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Day: June 15, 2023

Schema Optimization and Disk Usage in Cassandra

John Del Castillo has an after-action report for us:

Instaclustr’s automated systems are constantly monitoring the growth of Instametrics, and periodically it reaches a threshold where TechOps determines it requires more storage. 

When this happens, they contact the Engineering team to get permission to add more nodes. 

On one of these occasions, our team of experts in TechOps looked more closely at our usage of Cassandra and how it has changed over the years, to see if there were ways to further optimize it. 

And we found a way to reduce our disk usage by over 20%, with just a change to our data schema. 

Read on to see what they did and how they were able to save a good amount of disk space.

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Joins in KQL

Robert Cain picks back up on a series:

I’m still working on my ArcaneBooks project, mostly documentation, so I thought I’d take a quick break and go back to a few posts on KQL (Kusto Query Language). In this post we’ll cover the join operator.

join in KQL operates much as it does in SQL. It will join two datasets together into a single result.

Even so, there’s a little more to joins in KQL than in T-SQL, with innerunique being unique to KQL. The closest T-SQL analog would probably be a CROSS APPLY (SELECT TOP(1) ...) operation. KQL also uses join to combine the concepts of EXISTS and NOT EXISTS in SQL.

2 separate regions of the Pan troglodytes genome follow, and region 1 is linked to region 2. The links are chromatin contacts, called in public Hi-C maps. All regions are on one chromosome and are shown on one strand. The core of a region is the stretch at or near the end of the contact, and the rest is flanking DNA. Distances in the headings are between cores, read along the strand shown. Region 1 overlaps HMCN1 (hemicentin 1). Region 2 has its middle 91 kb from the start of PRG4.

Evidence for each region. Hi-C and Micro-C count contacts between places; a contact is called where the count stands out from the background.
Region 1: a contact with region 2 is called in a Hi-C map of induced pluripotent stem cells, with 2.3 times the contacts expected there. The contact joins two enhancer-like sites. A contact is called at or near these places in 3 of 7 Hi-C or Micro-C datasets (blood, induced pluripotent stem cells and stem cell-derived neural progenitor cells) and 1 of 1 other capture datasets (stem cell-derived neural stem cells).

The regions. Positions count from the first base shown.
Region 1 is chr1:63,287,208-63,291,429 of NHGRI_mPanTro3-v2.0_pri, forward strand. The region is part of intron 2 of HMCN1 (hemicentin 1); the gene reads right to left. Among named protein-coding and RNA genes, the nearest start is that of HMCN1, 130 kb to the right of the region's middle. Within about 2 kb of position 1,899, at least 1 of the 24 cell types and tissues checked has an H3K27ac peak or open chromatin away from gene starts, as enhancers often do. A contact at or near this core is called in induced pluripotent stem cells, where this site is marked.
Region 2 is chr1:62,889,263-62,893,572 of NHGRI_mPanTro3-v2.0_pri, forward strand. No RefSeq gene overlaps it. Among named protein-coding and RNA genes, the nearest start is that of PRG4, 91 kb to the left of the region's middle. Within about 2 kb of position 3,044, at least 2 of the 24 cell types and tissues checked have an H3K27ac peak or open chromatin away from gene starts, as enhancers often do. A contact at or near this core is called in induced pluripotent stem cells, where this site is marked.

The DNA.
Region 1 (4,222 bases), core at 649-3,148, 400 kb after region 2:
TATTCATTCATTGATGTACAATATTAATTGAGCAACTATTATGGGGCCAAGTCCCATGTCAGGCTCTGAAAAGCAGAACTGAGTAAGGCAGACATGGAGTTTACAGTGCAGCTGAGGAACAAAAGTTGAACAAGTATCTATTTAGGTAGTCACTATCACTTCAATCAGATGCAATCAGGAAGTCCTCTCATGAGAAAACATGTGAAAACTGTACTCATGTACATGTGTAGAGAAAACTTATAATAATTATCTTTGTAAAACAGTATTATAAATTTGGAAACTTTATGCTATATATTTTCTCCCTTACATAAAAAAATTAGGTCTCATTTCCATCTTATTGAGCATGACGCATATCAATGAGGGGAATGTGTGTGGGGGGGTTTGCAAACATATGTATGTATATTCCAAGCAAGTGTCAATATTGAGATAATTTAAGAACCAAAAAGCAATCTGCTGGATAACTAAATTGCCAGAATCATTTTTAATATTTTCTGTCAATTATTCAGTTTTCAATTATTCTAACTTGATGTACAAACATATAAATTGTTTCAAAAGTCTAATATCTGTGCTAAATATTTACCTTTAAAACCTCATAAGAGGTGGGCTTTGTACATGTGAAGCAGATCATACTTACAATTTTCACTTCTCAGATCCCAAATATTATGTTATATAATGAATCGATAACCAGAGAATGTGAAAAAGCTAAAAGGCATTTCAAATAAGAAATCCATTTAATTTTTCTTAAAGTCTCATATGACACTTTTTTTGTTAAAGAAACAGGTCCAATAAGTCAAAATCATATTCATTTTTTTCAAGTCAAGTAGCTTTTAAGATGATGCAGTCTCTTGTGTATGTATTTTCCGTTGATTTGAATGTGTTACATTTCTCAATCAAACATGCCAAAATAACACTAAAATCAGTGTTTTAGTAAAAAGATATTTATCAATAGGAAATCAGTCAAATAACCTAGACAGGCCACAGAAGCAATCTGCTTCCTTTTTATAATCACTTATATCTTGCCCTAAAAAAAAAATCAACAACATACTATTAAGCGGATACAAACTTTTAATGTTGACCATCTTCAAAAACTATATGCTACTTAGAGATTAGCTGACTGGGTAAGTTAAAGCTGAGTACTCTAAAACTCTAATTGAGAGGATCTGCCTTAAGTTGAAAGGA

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Microsoft Now Offering Replacement Hardware for Surface Devices

Laurent Giret shares the good news;

Starting today, Microsoft is now offering replacement components for Surface devices in its Microsoft Store. This should be great news for consumers with Surface devices that are out of warranty, and Microsoft is also offering free repair guides for its various Surface devices.

“While we have always offered world-class warranty and repair services via Microsoft support, we have been working to increase repair options by designing products that are easier to repair and by expanding our network of Authorized Service Providers. As part of this larger initiative, we are excited to offer replacement components to technically inclined consumers for out-of-warranty, self repair,” announced Tim McGuiggan, VP Devices Services & Product Engineering at Microsoft.

I’m big enough on right-to-repair that I’ll even mention it here. That said, the prices are, uh, a bit high. Compare to Framework’s prices for their parts and I guess the best advice is still, “don’t break your stuff.” But I’m happy to see Microsoft make these parts available and put out the guides. For decades, there was a norm that you released the tech specs and made repair parts available, and any step we see toward moving back to that norm is something I’m happy with.

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Hard-Coding Values in T-SQL Queries

Matthew McGiffen defends a practice:

If someone else comes along to look at this code they don’t know what the value of zero means. My code’s not clear. Worse I might refer to the same value multiple times in my procedure, so if I need to change it later I have to change it in multiple places.

Good practice from other coding languages would say that I replace it with a meaningfully named constant. As mentioned, in T-SQL we don’t have constants so I’ll compromise and use a variable:

And that good idea is where everything goes off the rails. There are a few places where T-SQL offers you “close enough” to other programming languages but where performance suffers as a result: ‘constant variables” like in this example, nested views and user-defined functions for encapsulation, etc.